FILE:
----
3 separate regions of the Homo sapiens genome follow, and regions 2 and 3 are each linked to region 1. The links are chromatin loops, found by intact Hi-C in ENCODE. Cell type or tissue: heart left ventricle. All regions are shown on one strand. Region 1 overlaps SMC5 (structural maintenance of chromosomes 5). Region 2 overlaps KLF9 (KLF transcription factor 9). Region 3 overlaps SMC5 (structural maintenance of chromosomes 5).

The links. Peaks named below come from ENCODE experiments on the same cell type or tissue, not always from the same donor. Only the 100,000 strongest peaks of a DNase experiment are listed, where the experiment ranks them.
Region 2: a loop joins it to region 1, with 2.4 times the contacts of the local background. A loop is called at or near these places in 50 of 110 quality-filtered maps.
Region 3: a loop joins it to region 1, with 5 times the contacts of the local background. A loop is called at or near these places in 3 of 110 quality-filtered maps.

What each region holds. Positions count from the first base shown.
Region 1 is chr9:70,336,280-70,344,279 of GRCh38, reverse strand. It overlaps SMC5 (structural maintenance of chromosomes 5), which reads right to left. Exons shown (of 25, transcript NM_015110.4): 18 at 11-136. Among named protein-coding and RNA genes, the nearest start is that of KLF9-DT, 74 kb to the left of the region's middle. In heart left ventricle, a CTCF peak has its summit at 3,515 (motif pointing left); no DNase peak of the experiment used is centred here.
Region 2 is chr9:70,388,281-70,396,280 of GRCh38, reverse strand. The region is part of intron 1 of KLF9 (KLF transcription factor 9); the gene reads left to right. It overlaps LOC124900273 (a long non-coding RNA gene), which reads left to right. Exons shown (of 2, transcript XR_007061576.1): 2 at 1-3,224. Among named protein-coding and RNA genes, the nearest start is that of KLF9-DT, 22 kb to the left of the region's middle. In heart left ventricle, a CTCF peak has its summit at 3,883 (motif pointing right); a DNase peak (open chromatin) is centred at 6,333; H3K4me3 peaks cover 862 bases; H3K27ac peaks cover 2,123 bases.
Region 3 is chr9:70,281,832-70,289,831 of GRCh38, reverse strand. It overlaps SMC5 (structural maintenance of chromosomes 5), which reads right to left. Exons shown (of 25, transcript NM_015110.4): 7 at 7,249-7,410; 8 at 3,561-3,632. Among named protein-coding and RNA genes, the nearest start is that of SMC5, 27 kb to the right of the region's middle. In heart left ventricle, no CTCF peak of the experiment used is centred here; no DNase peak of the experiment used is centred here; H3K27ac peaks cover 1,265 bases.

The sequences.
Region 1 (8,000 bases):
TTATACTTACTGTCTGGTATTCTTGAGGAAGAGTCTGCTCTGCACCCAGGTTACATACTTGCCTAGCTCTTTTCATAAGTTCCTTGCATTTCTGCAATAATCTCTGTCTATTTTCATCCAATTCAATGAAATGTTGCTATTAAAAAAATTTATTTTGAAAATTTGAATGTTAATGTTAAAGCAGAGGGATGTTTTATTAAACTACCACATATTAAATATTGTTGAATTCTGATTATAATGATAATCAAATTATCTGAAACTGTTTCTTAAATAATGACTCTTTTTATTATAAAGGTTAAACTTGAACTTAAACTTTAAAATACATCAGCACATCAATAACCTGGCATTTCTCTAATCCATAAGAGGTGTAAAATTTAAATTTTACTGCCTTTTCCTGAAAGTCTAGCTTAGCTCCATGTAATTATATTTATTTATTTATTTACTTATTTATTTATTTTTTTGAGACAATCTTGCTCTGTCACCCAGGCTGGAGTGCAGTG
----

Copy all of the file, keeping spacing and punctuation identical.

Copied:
3 separate regions of the Homo sapiens genome follow, and regions 2 and 3 are each linked to region 1. The links are chromatin loops, found by intact Hi-C in ENCODE. Cell type or tissue: heart left ventricle. All regions are shown on one strand. Region 1 overlaps SMC5 (structural maintenance of chromosomes 5). Region 2 overlaps KLF9 (KLF transcription factor 9). Region 3 overlaps SMC5 (structural maintenance of chromosomes 5).

The links. Peaks named below come from ENCODE experiments on the same cell type or tissue, not always from the same donor. Only the 100,000 strongest peaks of a DNase experiment are listed, where the experiment ranks them.
Region 2: a loop joins it to region 1, with 2.4 times the contacts of the local background. A loop is called at or near these places in 50 of 110 quality-filtered maps.
Region 3: a loop joins it to region 1, with 5 times the contacts of the local background. A loop is called at or near these places in 3 of 110 quality-filtered maps.

What each region holds. Positions count from the first base shown.
Region 1 is chr9:70,336,280-70,344,279 of GRCh38, reverse strand. It overlaps SMC5 (structural maintenance of chromosomes 5), which reads right to left. Exons shown (of 25, transcript NM_015110.4): 18 at 11-136. Among named protein-coding and RNA genes, the nearest start is that of KLF9-DT, 74 kb to the left of the region's middle. In heart left ventricle, a CTCF peak has its summit at 3,515 (motif pointing left); no DNase peak of the experiment used is centred here.
Region 2 is chr9:70,388,281-70,396,280 of GRCh38, reverse strand. The region is part of intron 1 of KLF9 (KLF transcription factor 9); the gene reads left to right. It overlaps LOC124900273 (a long non-coding RNA gene), which reads left to right. Exons shown (of 2, transcript XR_007061576.1): 2 at 1-3,224. Among named protein-coding and RNA genes, the nearest start is that of KLF9-DT, 22 kb to the left of the region's middle. In heart left ventricle, a CTCF peak has its summit at 3,883 (motif pointing right); a DNase peak (open chromatin) is centred at 6,333; H3K4me3 peaks cover 862 bases; H3K27ac peaks cover 2,123 bases.
Region 3 is chr9:70,281,832-70,289,831 of GRCh38, reverse strand. It overlaps SMC5 (structural maintenance of chromosomes 5), which reads right to left. Exons shown (of 25, transcript NM_015110.4): 7 at 7,249-7,410; 8 at 3,561-3,632. Among named protein-coding and RNA genes, the nearest start is that of SMC5, 27 kb to the right of the region's middle. In heart left ventricle, no CTCF peak of the experiment used is centred here; no DNase peak of the experiment used is centred here; H3K27ac peaks cover 1,265 bases.

The sequences.
Region 1 (8,000 bases):
TTATACTTACTGTCTGGTATTCTTGAGGAAGAGTCTGCTCTGCACCCAGGTTACATACTTGCCTAGCTCTTTTCATAAGTTCCTTGCATTTCTGCAATAATCTCTGTCTATTTTCATCCAATTCAATGAAATGTTGCTATTAAAAAAATTTATTTTGAAAATTTGAATGTTAATGTTAAAGCAGAGGGATGTTTTATTAAACTACCACATATTAAATATTGTTGAATTCTGATTATAATGATAATCAAATTATCTGAAACTGTTTCTTAAATAATGACTCTTTTTATTATAAAGGTTAAACTTGAACTTAAACTTTAAAATACATCAGCACATCAATAACCTGGCATTTCTCTAATCCATAAGAGGTGTAAAATTTAAATTTTACTGCCTTTTCCTGAAAGTCTAGCTTAGCTCCATGTAATTATATTTATTTATTTATTTACTTATTTATTTATTTTTTTGAGACAATCTTGCTCTGTCACCCAGGCTGGAGTGCAGTG